The fight between rooftop and utility-scale solar continues, with the Institute for Local Self-Reliance publishing a sharp critique of a study that suggested much lower costs for larger, utility-scale systems through 2019.
Last week, in a study for First Solar supported by the Edison Electric Institute, The Brattle Group found that utility-scale solar would be half as expensive as rooftop for a mid-sized, investor-owned utility. “The report compared the per-megawatt-hour customer supply costs of adding 300 MW DC of PV capacity in the form of 60,000 five-kilowatt residential-scale systems owned or leased by retail customers, versus 300 MW of utility-scale solar power plants,” Greentech Solar reported at the time.
The analysis concluded that “utility-scale PV power costs in Xcel Energy Colorado’s service territory will range from $66 to $117 per MWh across a range of scenarios. The projected power costs for a typical, customer-owned PV system will range from $123 to $193 MWh.”
In a counter-analysis this week on Midwest Energy News, ILSR’s John Farrell noted that Edison has been urging its private utility members to fight back against distributed solar as a “disruptive challenge,” and characterizes First Solar as a “Walmart family-supported solar developer who views rooftop solar as a competitive threat.” Farrell adds that transmission and distribution costs offset much of the price difference between the actual solar-electric systems.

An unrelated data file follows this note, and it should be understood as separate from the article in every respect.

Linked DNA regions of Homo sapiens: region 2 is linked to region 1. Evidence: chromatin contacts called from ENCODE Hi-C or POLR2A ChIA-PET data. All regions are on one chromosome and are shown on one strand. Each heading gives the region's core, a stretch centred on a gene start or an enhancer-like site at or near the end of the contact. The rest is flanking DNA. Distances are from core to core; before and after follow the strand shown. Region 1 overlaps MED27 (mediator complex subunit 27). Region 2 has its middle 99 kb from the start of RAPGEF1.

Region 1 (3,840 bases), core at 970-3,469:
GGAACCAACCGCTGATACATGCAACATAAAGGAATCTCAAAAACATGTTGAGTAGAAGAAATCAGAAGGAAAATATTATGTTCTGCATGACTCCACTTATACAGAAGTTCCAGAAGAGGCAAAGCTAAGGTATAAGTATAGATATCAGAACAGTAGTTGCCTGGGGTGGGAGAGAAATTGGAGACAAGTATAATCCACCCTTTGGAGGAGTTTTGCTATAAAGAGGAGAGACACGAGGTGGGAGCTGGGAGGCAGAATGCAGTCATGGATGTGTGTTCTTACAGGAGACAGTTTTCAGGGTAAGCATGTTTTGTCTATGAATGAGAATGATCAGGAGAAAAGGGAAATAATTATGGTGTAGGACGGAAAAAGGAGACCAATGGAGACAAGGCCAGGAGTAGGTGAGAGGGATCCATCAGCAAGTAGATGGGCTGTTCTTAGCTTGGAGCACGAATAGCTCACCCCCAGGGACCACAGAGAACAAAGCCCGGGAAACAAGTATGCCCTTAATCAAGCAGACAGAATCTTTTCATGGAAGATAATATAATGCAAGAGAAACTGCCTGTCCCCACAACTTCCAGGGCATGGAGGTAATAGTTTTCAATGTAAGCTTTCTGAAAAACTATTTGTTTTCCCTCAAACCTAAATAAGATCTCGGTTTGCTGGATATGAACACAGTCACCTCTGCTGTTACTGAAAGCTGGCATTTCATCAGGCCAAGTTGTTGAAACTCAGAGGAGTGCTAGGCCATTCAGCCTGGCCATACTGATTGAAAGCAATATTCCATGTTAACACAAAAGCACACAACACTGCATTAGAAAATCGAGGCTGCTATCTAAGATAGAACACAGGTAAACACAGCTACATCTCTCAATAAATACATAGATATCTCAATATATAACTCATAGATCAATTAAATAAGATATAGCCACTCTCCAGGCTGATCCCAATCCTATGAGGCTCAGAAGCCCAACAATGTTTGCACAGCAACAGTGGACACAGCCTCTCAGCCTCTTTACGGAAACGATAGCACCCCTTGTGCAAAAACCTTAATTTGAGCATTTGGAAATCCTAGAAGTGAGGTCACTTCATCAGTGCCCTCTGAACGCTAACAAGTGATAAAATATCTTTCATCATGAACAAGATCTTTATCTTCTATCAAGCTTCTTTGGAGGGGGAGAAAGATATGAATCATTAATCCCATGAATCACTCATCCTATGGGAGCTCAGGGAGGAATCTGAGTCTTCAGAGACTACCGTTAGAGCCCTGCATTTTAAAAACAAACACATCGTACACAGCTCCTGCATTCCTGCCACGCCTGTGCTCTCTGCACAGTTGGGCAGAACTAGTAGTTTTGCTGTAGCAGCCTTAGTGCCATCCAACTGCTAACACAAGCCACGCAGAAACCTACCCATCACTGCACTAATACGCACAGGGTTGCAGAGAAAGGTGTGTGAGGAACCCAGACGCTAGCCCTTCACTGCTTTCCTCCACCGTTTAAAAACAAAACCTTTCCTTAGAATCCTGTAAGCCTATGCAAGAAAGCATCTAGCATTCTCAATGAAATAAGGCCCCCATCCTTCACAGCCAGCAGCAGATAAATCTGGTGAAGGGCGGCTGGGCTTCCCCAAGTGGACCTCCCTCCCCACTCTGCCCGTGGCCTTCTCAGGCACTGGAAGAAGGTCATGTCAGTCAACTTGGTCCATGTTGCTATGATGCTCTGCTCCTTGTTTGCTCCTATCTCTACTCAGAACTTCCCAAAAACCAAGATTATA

Moreover, “numerous studies on the value of solar energy (and one state law) illustrate the particular grid benefits of distributed solar that utility-scale doesn’t provide, including: reduced line losses, deferred distribution system maintenance, avoided transmission capital expense, and increased resiliency,” he writes.
“Distributed solar also has substantial economic benefits, of interest to electric customers if not their monopoly utilities. For example, a megawatt of solar that is locally owned rather than utility owned means as much as $5.7 million in lifetime economic benefits for a community.”
Farrell notes that the 550-MW Topaz solar array took seven years to develop and build, “during which time over 8,000 megawatts of distributed residential and commercial solar were installed in the U.S.” In Germany, 70% of solar energy systems produce 500 kW of electricity or less, and “thousands of these distributed solar arrays are locally owned, widely distributing the economic benefits of the clean energy transformation.”
While there’s nothing wrong with utility-scale solar, Farrell concludes, “it’s neither the most economic nor fastest way to green the electricity sector, and it cements centralized control of electricity system in an era of widespread decentralized innovation. And that may be too high a price to pay.”